• Actually this should have been reported last time but I simply forgot: After seeing The Merchant of Venice at the Globe with our friends in April we had dinner at the George Inn, which some of you may recall existed in Shakespeare’s time and we like to believe that he was a guest there.
  • Purchased: a new edition of The Complete Works of Shakespeare, because after our latest reading, the Norton edition is completely falling into pieces, and most of the plays are underlined and heavily marked. We need a fresh one to start the next reading. This time we bought the Royal Shakespeare Company edition and we are leaning heavily towards reading the history plays. By the next report we may well have started.


Posted this month
·       This report

Posted June 1, 2015


Monday, May 11, 2015

May 2015

What a month. 
Pre-London was filled with work on Shakespeare Calling – the book, on finishing Davis and Frankforter’s The Shakespeare Name Dictionary (I’ll continue reporting on it though, until the end), and a variety of Shakespeare sightings.  
London itself – see ‘The Globe x 2: The Merchant of Venice, and Romeo and Juliet, April 2015’ under Ruby’s Reflections. 
Post London – well, we just got home a few days ago, having also spent a week in wonderful Penzance in Cornwall, so there hasn’t been so much time for Shakespeare things to happen but the days have been filled with proofreading Shakespeare Calling – the book, and in the June report I hope to be able to tell you that it’s available. Or soon to be.
For now, this monthly report.

From Davis and Frankforter’s The Shakespeare Name Dictionary.
  • Time plays, unsurprisingly, an important role on many of Shakespeare’s plays and D&F write that the personification of Time on stage can be guessed from the emblems and drawings of the period that show Time ‘as winged, old, bald and carrying an hourglass and a scythe, little different from how he [he!] is usually represented now.’
  • Toledo is a town southwest of Madrid. As a crossroads of the Muslim and Christian worlds it was an important cultural and intellectual centre in Shakespeare’s day and it was also a big part of the religious, economic and political power of Europe. 

Shakespeare sightings:
  • In Hustle Season 3 one of the villains is reported to have stolen an original of a 17th century Shakespeare folio.
  • Elizabeth George, in her Lynley novel Believing the Lie, evokes Hamlet and protesting too much and hiding Polonius, compares a father and daughter to Lear and Cordelia, mentions Lady Anne being seduced by Richard III and Barbara Havers notes that avoidance can be the better part of valour.
  • In the sci-fi novel Polaris by Jack McDevitt the captain of the mysteriously abandoned spaceship Polaris, Madeleine English, had as a teenager played Tabitha, who in the play Desperado, ‘loved, alas, too well.’
  • In the TV series Fortitude, Michael Gambon’s character tells Stanley Tucci’s that he knows a hawk from a handsaw.  It went by so quickly that I’m not absolutely sure he quoted it accurately but close anyway.
  • Stephen Greenblatt, in his Renaissance Self-Fashioning From More to Shakespeare, refers to Shakespeare in writing about his literary predecessors:
    • Tyndale’s ‘obedience’ is compared to presence and identity in Hamlet.
    • The selfless loyalty of Kent to Lear makes that used by Wyatt seem ‘pallid and abstract’.
    • Wyatt’s ‘manipulation of…manly honesty affords glimpses of a bad faith that receives its definite depiction in honest Iago.’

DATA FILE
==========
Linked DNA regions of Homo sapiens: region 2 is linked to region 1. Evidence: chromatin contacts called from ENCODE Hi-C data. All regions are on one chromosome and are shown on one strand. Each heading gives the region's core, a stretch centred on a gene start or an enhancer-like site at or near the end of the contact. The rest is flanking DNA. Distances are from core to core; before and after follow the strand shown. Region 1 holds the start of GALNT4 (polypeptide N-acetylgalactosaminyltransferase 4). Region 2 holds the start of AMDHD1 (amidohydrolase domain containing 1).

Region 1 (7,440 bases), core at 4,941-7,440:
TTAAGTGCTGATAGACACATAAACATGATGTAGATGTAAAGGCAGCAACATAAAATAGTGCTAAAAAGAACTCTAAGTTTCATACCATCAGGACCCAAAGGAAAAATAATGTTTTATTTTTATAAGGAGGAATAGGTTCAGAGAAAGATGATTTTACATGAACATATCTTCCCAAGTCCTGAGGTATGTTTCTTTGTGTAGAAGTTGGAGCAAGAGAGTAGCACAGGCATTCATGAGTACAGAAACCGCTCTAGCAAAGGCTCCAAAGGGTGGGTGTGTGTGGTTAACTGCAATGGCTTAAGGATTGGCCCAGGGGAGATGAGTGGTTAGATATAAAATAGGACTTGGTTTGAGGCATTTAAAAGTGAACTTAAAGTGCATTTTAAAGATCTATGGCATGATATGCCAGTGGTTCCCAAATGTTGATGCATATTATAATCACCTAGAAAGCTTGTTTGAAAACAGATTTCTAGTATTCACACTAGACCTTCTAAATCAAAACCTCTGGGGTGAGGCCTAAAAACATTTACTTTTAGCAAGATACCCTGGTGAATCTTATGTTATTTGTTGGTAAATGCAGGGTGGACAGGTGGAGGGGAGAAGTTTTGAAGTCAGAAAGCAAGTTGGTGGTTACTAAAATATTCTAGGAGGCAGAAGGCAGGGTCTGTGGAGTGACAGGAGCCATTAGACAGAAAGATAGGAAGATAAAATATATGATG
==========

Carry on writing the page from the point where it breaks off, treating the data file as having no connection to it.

• Spenser’s The Faerie Queen is compared to Falstaff’s banishment and Othello’s suicide speech as ‘one of the great cruxes of English Renaissance literature.’
    • ‘Embodiment of reality’ is called great in Marlowe but supreme in Shakespeare, and comparisons between to the two playwrights are many in the chapter about Marlowe.
    • The next and last chapter is about Shakespeare, so more next time!
  • In a small notice Dagens Nyheter tells us that Professors Ryan L Boyd and James W Pennebaker claim to have proved that Shakespeare wrote the play Double Falsehood. Very exciting if true.
  • Sightings in London:
    • On the TV quiz show The Tipping Point (I love British quiz shows!) the question was ‘West Side Story is based on which Shakespeare play?’ The contestant got it right.
    • At a small theatre near Waterloo Station Henry IV Parts 1&2 were performed in April, ending a couple of days before we arrived in London
    • Time Out of April 21-27 tells us that Kenneth Branagh is back and will be doing The Winter’s Tale with Judi Dench at the Garrick Theatre in the West End in October. Oh, oh, oh, I would so like to be there. He will also direct Romeo and Juliet May – August 2016. Welcome back, Sir Kenneth! Was it reading my open letter to you that helped you make these decisions?
    • At the Lyceum Pub there were photos of actors in early productions of Romeo and Juliet, Cymbeline and Hamlet. The food was good too!
    • An IKEA advert for beds on TV tells us that ‘We are such stuff as dreams are made on; and our little life is rounded with a sleep.’
    • The Times of May 6 has two articles mentioning Shakespeare:
      • One on how hip-hop did more for music than the Beatles according to recent research. Kanye West is quoted: ‘I am Shakespeare in the flesh’.
      • The other a long article about Anthony Sher in playing Falstaff and about his long-term Shakespearean work with his partner Gregory Doran, another Shakespearean who has figured large on this blog.
  • In the novel recommended by the nice young man at the Foyles on the Thames when I asked him for a novel about London, Rivers of London by Ben Aaronovitch, two Shakespeare references appear:
    • One of the minor characters Isis is also known as Anna Maria de Burgh Coppinger, live-in lover of the famous Shakespearean scholar Henry Ireland.